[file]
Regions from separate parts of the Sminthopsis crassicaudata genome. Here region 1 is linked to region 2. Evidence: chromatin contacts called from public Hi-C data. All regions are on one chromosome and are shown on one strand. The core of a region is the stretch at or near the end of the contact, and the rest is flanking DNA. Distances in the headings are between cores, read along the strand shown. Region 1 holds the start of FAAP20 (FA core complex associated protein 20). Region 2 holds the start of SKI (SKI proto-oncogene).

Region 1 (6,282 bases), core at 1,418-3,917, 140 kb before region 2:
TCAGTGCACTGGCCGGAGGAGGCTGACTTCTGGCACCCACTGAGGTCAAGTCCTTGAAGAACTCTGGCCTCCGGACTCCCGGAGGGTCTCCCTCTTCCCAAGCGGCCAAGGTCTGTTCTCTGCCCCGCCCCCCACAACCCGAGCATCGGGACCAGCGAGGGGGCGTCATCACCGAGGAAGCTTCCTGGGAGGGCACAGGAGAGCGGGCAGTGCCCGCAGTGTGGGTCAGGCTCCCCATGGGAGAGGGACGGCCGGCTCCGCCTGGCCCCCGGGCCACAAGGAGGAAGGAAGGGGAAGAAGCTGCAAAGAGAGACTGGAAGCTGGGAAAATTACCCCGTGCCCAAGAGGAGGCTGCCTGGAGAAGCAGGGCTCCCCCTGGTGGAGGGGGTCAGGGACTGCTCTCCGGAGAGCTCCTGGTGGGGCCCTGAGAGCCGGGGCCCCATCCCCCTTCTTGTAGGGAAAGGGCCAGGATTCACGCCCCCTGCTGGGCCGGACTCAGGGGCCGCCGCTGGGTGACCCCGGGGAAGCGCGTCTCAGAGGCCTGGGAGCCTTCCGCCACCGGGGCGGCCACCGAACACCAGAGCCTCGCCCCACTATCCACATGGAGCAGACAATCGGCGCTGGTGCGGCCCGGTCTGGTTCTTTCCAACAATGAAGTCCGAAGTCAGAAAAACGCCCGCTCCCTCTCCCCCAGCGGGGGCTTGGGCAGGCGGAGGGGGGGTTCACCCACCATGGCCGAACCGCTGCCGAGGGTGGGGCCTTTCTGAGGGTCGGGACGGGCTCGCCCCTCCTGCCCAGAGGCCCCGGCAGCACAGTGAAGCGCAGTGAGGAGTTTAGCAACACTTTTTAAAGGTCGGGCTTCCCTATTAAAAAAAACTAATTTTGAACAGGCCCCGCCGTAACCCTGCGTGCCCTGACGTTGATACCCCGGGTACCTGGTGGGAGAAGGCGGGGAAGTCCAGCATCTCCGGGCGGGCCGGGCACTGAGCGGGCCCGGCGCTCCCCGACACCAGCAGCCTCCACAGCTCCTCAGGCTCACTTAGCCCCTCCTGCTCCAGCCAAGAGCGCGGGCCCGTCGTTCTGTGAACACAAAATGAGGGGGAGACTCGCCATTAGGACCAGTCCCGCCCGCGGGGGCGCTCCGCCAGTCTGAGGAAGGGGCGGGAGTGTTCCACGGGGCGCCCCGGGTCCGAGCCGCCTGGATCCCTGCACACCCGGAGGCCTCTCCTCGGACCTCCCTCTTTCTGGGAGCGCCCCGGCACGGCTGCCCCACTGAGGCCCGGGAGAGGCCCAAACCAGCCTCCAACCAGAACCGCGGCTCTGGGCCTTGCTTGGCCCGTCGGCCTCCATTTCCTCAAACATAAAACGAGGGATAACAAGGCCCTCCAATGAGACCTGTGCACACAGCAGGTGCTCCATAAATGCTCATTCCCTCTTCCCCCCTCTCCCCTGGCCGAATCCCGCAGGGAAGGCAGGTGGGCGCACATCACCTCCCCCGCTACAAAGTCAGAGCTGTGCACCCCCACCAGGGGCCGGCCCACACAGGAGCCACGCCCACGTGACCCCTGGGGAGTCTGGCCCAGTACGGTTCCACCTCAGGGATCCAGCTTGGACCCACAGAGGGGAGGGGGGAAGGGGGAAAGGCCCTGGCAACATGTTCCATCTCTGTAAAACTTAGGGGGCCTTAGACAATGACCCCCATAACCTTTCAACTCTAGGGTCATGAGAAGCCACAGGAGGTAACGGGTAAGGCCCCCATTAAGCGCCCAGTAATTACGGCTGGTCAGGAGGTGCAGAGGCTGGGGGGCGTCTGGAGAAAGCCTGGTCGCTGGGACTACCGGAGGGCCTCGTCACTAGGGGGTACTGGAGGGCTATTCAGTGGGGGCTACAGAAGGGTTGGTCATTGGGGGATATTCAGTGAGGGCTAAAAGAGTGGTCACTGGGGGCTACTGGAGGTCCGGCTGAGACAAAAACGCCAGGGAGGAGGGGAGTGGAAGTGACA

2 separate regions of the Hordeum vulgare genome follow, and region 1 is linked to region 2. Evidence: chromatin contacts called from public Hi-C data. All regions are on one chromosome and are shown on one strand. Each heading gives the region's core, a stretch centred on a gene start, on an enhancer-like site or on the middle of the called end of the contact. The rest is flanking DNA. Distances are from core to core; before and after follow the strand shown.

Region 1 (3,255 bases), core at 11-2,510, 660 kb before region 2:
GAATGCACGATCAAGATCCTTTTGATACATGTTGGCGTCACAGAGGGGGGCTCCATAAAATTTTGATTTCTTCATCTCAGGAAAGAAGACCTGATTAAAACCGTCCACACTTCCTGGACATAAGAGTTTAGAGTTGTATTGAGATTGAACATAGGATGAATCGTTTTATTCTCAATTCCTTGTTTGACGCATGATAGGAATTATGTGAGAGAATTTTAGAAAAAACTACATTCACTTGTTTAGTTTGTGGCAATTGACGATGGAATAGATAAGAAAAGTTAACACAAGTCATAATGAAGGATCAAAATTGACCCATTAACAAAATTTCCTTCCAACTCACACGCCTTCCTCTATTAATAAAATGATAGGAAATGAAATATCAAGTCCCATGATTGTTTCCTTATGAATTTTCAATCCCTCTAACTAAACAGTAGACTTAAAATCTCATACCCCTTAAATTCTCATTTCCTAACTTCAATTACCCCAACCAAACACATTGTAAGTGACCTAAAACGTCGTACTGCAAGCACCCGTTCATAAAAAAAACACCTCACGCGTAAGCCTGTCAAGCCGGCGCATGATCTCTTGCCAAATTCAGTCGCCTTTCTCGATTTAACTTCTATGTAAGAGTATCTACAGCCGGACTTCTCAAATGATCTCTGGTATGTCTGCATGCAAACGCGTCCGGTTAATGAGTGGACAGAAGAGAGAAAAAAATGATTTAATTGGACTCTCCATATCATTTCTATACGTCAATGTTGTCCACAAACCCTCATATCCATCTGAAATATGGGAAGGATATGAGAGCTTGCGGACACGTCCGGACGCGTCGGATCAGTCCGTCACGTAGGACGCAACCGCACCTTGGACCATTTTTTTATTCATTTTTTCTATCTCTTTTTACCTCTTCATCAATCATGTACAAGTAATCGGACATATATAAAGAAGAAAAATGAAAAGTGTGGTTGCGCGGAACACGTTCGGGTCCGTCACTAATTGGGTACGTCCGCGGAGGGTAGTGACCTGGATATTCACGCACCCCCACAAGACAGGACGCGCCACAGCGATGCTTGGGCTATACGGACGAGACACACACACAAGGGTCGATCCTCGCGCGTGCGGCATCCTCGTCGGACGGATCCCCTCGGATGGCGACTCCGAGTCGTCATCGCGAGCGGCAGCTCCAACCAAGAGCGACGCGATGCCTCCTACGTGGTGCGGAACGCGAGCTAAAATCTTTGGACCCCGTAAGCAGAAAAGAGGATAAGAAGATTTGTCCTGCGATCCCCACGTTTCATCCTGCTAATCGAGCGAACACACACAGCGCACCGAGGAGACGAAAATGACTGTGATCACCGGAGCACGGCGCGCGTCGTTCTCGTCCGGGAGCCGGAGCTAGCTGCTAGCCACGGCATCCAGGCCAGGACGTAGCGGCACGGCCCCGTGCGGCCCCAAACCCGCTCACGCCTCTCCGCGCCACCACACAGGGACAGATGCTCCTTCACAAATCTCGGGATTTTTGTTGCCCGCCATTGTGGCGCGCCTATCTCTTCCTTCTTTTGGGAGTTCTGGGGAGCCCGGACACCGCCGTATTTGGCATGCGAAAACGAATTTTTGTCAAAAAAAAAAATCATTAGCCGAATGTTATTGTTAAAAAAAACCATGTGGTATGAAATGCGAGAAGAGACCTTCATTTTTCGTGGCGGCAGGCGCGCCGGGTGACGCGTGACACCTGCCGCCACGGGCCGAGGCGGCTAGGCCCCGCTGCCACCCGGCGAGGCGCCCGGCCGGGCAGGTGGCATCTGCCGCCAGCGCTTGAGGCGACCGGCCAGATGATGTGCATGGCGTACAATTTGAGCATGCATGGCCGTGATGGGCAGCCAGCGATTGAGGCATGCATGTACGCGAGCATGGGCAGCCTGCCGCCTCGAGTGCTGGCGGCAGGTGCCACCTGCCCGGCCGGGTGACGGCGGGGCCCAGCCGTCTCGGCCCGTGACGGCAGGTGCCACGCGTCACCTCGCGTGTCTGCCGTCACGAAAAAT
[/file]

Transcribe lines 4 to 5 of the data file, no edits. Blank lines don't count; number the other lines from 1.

2 separate regions of the Hordeum vulgare genome follow, and region 1 is linked to region 2. Evidence: chromatin contacts called from public Hi-C data. All regions are on one chromosome and are shown on one strand. Each heading gives the region's core, a stretch centred on a gene start, on an enhancer-like site or on the middle of the called end of the contact. The rest is flanking DNA. Distances are from core to core; before and after follow the strand shown.

Region 1 (3,255 bases), core at 11-2,510, 660 kb before region 2: